By Arthur Bullock
Published July 18, 2016
How does one define true strength? Is it physical power, wealth and influence, or strength of character? In "The Stronger", it is the lattermost variety that quickly takes center stage, and the question becomes "how much?"
In this retelling of August Strindberg's one-act play, we witness a meeting between two actresses who clearly know each other. The first woman, Amelia, is almost entirely silent, while the unnamed second woman is astonishingly open and expressive.
Everything we know about the characters, their history and their relationship is revealed through the second woman. The first merely reacts, showing bits of her personality through reactive body language.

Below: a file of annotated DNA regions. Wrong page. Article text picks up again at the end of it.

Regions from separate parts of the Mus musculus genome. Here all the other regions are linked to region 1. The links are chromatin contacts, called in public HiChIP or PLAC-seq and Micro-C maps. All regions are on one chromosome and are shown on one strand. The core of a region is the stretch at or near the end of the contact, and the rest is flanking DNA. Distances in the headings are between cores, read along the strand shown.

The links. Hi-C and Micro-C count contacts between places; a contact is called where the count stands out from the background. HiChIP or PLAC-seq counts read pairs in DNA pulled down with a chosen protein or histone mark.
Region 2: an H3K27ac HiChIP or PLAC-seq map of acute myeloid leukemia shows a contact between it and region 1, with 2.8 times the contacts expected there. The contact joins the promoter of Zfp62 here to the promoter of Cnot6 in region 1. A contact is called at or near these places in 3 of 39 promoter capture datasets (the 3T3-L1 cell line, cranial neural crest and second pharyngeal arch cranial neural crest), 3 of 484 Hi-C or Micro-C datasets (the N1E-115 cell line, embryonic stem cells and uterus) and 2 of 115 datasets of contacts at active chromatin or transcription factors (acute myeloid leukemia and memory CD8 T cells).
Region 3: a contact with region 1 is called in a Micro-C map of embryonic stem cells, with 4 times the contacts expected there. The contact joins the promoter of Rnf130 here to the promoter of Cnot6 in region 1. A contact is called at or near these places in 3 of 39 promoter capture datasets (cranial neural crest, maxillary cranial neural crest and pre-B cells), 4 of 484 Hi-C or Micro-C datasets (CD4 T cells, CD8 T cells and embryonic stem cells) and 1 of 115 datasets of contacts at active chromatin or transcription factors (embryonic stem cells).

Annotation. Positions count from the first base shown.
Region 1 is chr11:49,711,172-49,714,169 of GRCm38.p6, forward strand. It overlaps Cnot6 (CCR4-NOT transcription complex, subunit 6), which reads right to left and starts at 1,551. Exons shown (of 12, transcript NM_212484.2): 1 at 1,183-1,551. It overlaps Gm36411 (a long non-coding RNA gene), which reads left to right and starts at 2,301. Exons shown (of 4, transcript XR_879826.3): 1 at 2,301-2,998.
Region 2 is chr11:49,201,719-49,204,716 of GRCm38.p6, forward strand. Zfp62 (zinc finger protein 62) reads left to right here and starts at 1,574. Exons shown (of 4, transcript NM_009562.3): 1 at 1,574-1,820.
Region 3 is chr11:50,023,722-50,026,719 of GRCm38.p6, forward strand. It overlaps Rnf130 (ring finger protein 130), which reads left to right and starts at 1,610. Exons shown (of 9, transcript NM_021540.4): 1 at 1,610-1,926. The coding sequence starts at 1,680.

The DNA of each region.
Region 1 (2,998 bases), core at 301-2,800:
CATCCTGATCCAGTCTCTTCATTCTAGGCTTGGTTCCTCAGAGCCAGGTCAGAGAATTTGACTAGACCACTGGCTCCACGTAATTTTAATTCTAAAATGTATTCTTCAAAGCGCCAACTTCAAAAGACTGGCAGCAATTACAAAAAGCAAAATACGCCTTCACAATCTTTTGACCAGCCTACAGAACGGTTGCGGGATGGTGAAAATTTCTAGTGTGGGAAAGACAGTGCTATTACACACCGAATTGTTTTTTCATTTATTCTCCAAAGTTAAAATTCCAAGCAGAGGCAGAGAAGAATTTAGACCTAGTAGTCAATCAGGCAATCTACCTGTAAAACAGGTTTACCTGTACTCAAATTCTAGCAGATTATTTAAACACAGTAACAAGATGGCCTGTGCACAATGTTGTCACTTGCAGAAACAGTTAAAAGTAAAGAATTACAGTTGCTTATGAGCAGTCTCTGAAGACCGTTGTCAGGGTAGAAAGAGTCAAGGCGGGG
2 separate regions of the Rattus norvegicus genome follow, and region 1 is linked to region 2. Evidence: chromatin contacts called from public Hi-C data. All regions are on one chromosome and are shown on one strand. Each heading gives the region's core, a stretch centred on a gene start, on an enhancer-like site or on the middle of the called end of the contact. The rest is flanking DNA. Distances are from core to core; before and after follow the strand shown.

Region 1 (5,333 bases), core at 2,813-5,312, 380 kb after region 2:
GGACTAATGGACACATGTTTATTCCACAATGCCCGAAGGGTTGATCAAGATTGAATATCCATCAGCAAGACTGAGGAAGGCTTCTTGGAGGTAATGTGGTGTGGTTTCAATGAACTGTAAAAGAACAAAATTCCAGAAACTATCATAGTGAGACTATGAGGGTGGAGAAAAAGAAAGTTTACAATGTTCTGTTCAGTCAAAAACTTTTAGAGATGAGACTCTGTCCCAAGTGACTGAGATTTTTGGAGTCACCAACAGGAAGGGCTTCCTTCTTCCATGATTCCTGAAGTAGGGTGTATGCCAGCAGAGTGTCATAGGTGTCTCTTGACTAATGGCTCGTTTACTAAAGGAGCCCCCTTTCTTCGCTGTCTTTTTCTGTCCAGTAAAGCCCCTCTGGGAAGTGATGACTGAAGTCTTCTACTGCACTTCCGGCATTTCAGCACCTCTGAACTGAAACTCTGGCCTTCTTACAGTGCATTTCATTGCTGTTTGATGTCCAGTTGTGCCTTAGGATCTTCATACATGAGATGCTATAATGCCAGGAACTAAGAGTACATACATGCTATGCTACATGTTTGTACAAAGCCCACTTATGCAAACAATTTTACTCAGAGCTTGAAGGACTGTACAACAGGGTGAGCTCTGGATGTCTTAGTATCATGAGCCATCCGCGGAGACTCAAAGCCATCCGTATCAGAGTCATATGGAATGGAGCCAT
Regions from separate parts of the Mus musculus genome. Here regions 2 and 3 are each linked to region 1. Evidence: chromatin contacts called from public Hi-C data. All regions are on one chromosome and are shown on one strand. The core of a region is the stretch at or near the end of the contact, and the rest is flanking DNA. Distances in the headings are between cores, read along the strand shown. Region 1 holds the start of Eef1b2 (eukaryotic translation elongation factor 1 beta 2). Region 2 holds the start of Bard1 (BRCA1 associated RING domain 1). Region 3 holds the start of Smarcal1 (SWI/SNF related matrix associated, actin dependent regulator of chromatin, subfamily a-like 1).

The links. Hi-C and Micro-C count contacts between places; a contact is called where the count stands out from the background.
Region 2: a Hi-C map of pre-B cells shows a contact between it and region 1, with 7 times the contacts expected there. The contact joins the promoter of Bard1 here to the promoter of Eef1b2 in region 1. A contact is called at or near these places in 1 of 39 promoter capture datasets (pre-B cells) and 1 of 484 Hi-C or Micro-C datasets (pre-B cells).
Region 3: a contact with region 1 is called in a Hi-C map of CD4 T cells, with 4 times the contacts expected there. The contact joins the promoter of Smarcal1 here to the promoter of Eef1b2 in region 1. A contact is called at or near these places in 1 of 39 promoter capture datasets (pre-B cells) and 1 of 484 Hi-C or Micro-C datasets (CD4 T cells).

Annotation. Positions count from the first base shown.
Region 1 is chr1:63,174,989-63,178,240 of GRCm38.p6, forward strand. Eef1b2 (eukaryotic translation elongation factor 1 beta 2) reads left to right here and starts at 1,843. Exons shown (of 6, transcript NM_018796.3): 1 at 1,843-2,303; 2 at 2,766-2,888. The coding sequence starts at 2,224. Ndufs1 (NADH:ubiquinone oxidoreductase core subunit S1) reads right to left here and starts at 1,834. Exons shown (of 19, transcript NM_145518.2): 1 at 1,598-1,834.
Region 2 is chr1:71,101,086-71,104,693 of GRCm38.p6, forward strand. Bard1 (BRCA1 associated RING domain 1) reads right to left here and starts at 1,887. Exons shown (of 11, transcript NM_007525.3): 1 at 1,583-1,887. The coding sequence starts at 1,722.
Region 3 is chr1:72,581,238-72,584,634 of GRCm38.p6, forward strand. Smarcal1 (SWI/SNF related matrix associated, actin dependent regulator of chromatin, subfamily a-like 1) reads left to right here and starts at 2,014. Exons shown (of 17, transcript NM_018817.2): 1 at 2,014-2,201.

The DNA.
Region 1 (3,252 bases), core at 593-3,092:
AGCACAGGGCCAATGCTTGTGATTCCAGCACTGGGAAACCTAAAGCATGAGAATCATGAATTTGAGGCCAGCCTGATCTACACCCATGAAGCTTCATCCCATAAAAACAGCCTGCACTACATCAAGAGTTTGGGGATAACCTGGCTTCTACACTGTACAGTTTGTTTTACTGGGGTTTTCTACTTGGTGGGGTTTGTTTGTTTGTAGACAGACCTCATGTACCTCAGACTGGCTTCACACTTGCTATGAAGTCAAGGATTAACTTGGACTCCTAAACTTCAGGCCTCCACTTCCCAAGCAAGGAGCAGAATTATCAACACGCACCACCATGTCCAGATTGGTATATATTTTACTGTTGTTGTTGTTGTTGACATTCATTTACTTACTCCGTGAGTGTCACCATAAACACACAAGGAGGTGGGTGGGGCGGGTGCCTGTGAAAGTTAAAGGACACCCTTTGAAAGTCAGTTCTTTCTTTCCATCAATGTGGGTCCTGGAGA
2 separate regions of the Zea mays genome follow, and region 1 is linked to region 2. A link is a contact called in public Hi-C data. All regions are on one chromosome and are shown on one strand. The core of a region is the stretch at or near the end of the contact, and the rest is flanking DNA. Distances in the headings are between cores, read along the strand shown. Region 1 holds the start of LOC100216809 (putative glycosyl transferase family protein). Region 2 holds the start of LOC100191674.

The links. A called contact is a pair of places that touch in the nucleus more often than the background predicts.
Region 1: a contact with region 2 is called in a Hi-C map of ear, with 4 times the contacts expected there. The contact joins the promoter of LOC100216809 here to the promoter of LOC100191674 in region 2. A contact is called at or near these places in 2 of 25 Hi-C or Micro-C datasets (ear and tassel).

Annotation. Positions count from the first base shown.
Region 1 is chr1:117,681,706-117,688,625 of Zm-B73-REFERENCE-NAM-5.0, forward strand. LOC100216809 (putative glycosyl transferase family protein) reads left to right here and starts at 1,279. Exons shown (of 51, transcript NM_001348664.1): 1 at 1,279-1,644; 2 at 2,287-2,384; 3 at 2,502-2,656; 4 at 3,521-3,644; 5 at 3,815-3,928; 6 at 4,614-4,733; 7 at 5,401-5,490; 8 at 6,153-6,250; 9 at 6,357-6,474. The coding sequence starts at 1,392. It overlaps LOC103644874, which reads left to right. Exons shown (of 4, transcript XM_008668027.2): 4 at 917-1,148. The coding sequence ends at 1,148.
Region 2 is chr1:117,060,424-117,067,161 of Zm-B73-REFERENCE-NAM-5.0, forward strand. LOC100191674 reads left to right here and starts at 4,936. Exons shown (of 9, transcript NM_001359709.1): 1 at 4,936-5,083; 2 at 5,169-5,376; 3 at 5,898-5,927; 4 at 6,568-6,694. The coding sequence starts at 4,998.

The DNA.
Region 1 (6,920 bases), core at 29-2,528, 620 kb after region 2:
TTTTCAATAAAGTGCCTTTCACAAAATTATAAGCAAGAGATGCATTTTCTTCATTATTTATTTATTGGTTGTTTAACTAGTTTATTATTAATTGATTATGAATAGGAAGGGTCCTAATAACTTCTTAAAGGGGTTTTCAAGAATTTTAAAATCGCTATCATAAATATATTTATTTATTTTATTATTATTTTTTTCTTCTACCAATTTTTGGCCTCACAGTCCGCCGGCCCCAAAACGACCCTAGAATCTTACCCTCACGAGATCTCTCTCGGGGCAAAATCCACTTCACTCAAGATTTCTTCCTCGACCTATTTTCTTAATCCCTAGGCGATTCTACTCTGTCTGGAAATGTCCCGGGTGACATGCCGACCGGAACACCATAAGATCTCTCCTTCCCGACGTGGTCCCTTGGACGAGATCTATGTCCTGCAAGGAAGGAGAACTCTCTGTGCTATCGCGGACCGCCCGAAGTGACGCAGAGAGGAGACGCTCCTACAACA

The actress for the speaking woman is energetic, passionate and very convincing - when put together, all of her lines make for a very effective monologue. In contrast, the other two characters seem minor at best - even with Amelia's importance to the stated plot, she does very little to personally contribute onstage.
The show effectively belongs to the second woman, but the actress for Amelia is no less talented; her body language is subtle but effectively, easily matched the second woman's descriptions of her.
For the most part, "The Stronger" is a monologue, but the addition of a second participant is subtle yet highly effective. In four words, it's definitely worth seeing.
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